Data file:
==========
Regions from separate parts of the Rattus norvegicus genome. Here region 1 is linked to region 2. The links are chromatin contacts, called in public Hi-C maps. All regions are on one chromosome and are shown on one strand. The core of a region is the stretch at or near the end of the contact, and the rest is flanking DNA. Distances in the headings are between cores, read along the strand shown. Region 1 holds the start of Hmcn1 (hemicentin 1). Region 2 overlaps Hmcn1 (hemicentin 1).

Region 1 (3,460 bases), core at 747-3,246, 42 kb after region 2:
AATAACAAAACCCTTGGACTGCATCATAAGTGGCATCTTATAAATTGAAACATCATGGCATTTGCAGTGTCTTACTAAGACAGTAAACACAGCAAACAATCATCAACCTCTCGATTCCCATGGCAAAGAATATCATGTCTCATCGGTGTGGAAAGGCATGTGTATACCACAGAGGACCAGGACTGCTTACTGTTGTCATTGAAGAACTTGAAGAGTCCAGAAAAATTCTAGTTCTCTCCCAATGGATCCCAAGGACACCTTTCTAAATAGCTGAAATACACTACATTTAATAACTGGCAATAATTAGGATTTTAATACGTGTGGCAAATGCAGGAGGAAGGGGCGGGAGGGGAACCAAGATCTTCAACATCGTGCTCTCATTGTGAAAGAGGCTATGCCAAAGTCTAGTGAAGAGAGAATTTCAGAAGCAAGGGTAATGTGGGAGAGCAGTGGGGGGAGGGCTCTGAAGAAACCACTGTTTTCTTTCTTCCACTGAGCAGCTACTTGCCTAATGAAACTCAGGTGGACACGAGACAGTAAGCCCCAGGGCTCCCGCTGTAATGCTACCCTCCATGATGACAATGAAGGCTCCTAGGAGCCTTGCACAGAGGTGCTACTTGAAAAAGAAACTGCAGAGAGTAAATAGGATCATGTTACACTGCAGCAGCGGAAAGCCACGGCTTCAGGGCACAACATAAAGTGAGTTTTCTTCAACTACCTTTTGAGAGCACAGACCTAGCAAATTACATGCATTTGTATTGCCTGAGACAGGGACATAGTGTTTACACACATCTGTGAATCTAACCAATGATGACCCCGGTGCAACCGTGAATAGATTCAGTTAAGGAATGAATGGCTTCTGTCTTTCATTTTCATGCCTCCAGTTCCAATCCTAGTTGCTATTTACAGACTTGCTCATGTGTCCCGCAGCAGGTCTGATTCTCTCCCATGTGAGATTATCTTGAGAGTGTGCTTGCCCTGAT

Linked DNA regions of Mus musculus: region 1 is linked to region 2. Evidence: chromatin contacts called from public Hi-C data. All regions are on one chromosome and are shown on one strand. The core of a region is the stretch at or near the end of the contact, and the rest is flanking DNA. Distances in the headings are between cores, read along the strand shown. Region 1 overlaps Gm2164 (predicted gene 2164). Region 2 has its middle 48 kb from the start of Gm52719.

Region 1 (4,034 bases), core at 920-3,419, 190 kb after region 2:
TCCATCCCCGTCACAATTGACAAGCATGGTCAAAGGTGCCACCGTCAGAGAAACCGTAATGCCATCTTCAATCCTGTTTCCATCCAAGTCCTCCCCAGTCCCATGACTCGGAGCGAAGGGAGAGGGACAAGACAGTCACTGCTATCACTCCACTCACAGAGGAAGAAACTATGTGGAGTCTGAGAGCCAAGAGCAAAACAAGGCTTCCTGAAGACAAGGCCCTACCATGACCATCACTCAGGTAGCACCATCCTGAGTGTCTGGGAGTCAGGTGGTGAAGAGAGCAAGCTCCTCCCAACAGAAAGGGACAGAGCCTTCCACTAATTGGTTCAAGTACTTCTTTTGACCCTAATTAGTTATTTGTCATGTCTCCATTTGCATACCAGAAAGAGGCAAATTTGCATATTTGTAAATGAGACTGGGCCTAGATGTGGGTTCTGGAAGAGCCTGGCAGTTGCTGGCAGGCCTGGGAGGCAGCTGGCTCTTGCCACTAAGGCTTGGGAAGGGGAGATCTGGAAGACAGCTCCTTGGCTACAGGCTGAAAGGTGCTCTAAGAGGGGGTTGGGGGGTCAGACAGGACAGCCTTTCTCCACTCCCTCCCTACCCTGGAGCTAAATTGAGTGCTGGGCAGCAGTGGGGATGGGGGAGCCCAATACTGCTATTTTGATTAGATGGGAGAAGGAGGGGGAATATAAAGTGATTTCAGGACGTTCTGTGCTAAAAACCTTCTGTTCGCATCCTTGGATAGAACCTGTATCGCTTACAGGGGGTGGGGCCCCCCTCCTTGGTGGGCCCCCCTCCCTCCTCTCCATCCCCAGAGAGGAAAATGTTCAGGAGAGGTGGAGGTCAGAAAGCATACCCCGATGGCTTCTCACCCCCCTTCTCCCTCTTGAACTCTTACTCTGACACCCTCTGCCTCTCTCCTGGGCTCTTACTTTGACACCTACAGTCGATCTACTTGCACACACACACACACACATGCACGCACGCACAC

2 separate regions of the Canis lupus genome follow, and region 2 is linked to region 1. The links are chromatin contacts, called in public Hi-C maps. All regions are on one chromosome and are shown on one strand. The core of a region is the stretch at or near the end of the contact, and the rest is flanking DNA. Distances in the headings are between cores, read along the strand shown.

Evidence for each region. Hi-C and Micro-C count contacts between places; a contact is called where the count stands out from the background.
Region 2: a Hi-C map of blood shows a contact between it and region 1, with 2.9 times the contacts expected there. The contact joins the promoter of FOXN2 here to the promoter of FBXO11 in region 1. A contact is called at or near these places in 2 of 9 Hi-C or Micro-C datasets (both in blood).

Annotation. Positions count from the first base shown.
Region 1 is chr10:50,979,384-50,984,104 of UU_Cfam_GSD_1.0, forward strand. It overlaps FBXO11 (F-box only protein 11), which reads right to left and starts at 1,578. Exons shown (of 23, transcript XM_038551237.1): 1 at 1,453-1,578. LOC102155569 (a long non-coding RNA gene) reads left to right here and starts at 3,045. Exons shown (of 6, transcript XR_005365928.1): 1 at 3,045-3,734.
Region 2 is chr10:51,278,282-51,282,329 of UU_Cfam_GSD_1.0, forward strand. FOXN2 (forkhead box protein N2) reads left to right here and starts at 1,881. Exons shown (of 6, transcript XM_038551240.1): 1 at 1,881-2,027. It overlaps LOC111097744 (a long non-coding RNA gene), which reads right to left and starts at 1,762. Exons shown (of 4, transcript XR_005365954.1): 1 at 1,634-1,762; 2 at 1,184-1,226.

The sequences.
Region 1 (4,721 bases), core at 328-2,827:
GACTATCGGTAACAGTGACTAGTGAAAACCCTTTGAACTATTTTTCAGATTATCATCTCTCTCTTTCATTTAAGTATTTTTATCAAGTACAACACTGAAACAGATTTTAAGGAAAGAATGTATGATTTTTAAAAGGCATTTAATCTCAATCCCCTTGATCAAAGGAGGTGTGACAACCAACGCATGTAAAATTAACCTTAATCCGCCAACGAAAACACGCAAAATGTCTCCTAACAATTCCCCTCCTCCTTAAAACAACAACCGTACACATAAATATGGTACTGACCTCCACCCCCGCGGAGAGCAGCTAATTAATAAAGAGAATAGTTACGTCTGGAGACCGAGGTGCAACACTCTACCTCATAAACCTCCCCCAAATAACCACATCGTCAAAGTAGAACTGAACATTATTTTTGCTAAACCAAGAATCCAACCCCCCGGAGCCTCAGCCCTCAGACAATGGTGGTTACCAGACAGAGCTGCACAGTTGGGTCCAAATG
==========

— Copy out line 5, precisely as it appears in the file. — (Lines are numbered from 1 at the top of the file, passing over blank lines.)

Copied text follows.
Region 1 (4,034 bases), core at 920-3,419, 190 kb after region 2: